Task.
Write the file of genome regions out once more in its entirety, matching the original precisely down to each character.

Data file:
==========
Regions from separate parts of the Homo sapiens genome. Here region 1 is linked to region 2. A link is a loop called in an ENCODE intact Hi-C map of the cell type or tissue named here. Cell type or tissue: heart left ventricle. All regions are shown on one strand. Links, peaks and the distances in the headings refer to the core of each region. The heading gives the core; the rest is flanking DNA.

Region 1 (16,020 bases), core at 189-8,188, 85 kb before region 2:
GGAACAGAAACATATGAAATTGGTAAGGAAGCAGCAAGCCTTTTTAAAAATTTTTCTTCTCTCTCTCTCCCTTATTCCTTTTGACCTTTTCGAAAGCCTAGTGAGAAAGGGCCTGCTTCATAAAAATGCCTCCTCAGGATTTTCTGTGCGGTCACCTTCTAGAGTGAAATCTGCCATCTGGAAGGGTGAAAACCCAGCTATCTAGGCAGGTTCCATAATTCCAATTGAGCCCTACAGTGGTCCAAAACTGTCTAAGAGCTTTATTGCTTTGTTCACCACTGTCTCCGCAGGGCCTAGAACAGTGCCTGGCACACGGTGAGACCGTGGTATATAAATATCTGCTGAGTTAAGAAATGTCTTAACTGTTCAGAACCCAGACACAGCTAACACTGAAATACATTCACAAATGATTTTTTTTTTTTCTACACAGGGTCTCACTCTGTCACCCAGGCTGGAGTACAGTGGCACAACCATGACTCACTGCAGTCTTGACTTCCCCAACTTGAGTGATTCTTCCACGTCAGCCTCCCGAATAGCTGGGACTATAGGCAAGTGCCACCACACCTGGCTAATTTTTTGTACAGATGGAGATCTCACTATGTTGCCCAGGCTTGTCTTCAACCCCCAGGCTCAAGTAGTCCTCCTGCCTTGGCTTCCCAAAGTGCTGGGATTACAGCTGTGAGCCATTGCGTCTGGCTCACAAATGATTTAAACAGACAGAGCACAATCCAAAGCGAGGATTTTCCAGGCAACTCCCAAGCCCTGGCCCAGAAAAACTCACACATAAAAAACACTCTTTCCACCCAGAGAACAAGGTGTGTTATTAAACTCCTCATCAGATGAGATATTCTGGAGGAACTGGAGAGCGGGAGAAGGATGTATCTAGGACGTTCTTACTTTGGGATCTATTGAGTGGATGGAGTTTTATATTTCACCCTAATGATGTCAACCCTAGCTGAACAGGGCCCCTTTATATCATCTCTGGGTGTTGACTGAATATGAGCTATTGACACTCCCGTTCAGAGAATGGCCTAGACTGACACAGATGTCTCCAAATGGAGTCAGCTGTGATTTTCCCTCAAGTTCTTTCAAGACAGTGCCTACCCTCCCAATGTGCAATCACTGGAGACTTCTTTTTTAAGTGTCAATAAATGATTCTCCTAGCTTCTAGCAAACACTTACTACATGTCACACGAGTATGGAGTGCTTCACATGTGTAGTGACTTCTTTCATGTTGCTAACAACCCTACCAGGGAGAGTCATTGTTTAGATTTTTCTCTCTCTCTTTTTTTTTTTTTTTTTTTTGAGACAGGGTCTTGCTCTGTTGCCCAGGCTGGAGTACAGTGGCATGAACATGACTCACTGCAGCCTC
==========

Regions from separate parts of the Homo sapiens genome. Here region 1 is linked to region 2. A link is a loop called in an ENCODE intact Hi-C map of the cell type or tissue named here. Cell type or tissue: heart left ventricle. All regions are shown on one strand. Links, peaks and the distances in the headings refer to the core of each region. The heading gives the core; the rest is flanking DNA.

Region 1 (16,020 bases), core at 189-8,188, 85 kb before region 2:
GGAACAGAAACATATGAAATTGGTAAGGAAGCAGCAAGCCTTTTTAAAAATTTTTCTTCTCTCTCTCTCCCTTATTCCTTTTGACCTTTTCGAAAGCCTAGTGAGAAAGGGCCTGCTTCATAAAAATGCCTCCTCAGGATTTTCTGTGCGGTCACCTTCTAGAGTGAAATCTGCCATCTGGAAGGGTGAAAACCCAGCTATCTAGGCAGGTTCCATAATTCCAATTGAGCCCTACAGTGGTCCAAAACTGTCTAAGAGCTTTATTGCTTTGTTCACCACTGTCTCCGCAGGGCCTAGAACAGTGCCTGGCACACGGTGAGACCGTGGTATATAAATATCTGCTGAGTTAAGAAATGTCTTAACTGTTCAGAACCCAGACACAGCTAACACTGAAATACATTCACAAATGATTTTTTTTTTTTCTACACAGGGTCTCACTCTGTCACCCAGGCTGGAGTACAGTGGCACAACCATGACTCACTGCAGTCTTGACTTCCCCAACTTGAGTGATTCTTCCACGTCAGCCTCCCGAATAGCTGGGACTATAGGCAAGTGCCACCACACCTGGCTAATTTTTTGTACAGATGGAGATCTCACTATGTTGCCCAGGCTTGTCTTCAACCCCCAGGCTCAAGTAGTCCTCCTGCCTTGGCTTCCCAAAGTGCTGGGATTACAGCTGTGAGCCATTGCGTCTGGCTCACAAATGATTTAAACAGACAGAGCACAATCCAAAGCGAGGATTTTCCAGGCAACTCCCAAGCCCTGGCCCAGAAAAACTCACACATAAAAAACACTCTTTCCACCCAGAGAACAAGGTGTGTTATTAAACTCCTCATCAGATGAGATATTCTGGAGGAACTGGAGAGCGGGAGAAGGATGTATCTAGGACGTTCTTACTTTGGGATCTATTGAGTGGATGGAGTTTTATATTTCACCCTAATGATGTCAACCCTAGCTGAACAGGGCCCCTTTATATCATCTCTGGGTGTTGACTGAATATGAGCTATTGACACTCCCGTTCAGAGAATGGCCTAGACTGACACAGATGTCTCCAAATGGAGTCAGCTGTGATTTTCCCTCAAGTTCTTTCAAGACAGTGCCTACCCTCCCAATGTGCAATCACTGGAGACTTCTTTTTTAAGTGTCAATAAATGATTCTCCTAGCTTCTAGCAAACACTTACTACATGTCACACGAGTATGGAGTGCTTCACATGTGTAGTGACTTCTTTCATGTTGCTAACAACCCTACCAGGGAGAGTCATTGTTTAGATTTTTCTCTCTCTCTTTTTTTTTTTTTTTTTTTTGAGACAGGGTCTTGCTCTGTTGCCCAGGCTGGAGTACAGTGGCATGAACATGACTCACTGCAGCCTC